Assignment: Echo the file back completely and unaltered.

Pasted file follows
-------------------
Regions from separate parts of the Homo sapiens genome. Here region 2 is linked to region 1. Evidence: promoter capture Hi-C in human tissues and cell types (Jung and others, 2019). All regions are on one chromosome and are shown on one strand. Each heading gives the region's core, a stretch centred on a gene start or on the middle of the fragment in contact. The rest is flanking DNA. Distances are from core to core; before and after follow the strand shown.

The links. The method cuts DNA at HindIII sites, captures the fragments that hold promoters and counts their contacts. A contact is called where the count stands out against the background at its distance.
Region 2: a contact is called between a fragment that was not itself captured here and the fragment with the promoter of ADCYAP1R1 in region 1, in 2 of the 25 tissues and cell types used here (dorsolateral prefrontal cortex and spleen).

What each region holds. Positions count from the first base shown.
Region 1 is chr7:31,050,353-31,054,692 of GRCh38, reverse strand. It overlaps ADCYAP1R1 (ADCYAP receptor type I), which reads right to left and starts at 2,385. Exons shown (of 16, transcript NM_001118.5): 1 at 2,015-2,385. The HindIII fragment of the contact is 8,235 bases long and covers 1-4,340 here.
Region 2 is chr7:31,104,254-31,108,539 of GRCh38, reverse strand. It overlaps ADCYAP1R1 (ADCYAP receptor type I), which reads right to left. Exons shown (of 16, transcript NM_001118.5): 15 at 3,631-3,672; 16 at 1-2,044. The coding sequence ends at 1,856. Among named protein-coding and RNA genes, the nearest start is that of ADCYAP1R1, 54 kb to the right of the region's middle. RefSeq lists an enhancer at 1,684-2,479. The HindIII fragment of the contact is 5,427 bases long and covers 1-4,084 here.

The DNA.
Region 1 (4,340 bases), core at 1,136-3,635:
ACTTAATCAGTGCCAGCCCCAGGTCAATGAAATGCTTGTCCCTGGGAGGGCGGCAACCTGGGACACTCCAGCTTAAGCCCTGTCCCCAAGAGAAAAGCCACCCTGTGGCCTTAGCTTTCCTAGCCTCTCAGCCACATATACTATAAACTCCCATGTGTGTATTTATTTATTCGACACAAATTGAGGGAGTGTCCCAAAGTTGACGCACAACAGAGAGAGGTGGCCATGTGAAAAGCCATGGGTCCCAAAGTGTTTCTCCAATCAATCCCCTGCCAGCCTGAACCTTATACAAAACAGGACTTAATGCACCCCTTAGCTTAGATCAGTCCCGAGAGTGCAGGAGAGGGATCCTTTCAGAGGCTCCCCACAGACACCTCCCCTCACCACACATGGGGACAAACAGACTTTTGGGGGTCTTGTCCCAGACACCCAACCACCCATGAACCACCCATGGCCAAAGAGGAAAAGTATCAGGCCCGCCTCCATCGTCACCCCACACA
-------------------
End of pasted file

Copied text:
Regions from separate parts of the Homo sapiens genome. Here region 2 is linked to region 1. Evidence: promoter capture Hi-C in human tissues and cell types (Jung and others, 2019). All regions are on one chromosome and are shown on one strand. Each heading gives the region's core, a stretch centred on a gene start or on the middle of the fragment in contact. The rest is flanking DNA. Distances are from core to core; before and after follow the strand shown.

The links. The method cuts DNA at HindIII sites, captures the fragments that hold promoters and counts their contacts. A contact is called where the count stands out against the background at its distance.
Region 2: a contact is called between a fragment that was not itself captured here and the fragment with the promoter of ADCYAP1R1 in region 1, in 2 of the 25 tissues and cell types used here (dorsolateral prefrontal cortex and spleen).

What each region holds. Positions count from the first base shown.
Region 1 is chr7:31,050,353-31,054,692 of GRCh38, reverse strand. It overlaps ADCYAP1R1 (ADCYAP receptor type I), which reads right to left and starts at 2,385. Exons shown (of 16, transcript NM_001118.5): 1 at 2,015-2,385. The HindIII fragment of the contact is 8,235 bases long and covers 1-4,340 here.
Region 2 is chr7:31,104,254-31,108,539 of GRCh38, reverse strand. It overlaps ADCYAP1R1 (ADCYAP receptor type I), which reads right to left. Exons shown (of 16, transcript NM_001118.5): 15 at 3,631-3,672; 16 at 1-2,044. The coding sequence ends at 1,856. Among named protein-coding and RNA genes, the nearest start is that of ADCYAP1R1, 54 kb to the right of the region's middle. RefSeq lists an enhancer at 1,684-2,479. The HindIII fragment of the contact is 5,427 bases long and covers 1-4,084 here.

The DNA.
Region 1 (4,340 bases), core at 1,136-3,635:
ACTTAATCAGTGCCAGCCCCAGGTCAATGAAATGCTTGTCCCTGGGAGGGCGGCAACCTGGGACACTCCAGCTTAAGCCCTGTCCCCAAGAGAAAAGCCACCCTGTGGCCTTAGCTTTCCTAGCCTCTCAGCCACATATACTATAAACTCCCATGTGTGTATTTATTTATTCGACACAAATTGAGGGAGTGTCCCAAAGTTGACGCACAACAGAGAGAGGTGGCCATGTGAAAAGCCATGGGTCCCAAAGTGTTTCTCCAATCAATCCCCTGCCAGCCTGAACCTTATACAAAACAGGACTTAATGCACCCCTTAGCTTAGATCAGTCCCGAGAGTGCAGGAGAGGGATCCTTTCAGAGGCTCCCCACAGACACCTCCCCTCACCACACATGGGGACAAACAGACTTTTGGGGGTCTTGTCCCAGACACCCAACCACCCATGAACCACCCATGGCCAAAGAGGAAAAGTATCAGGCCCGCCTCCATCGTCACCCCACACA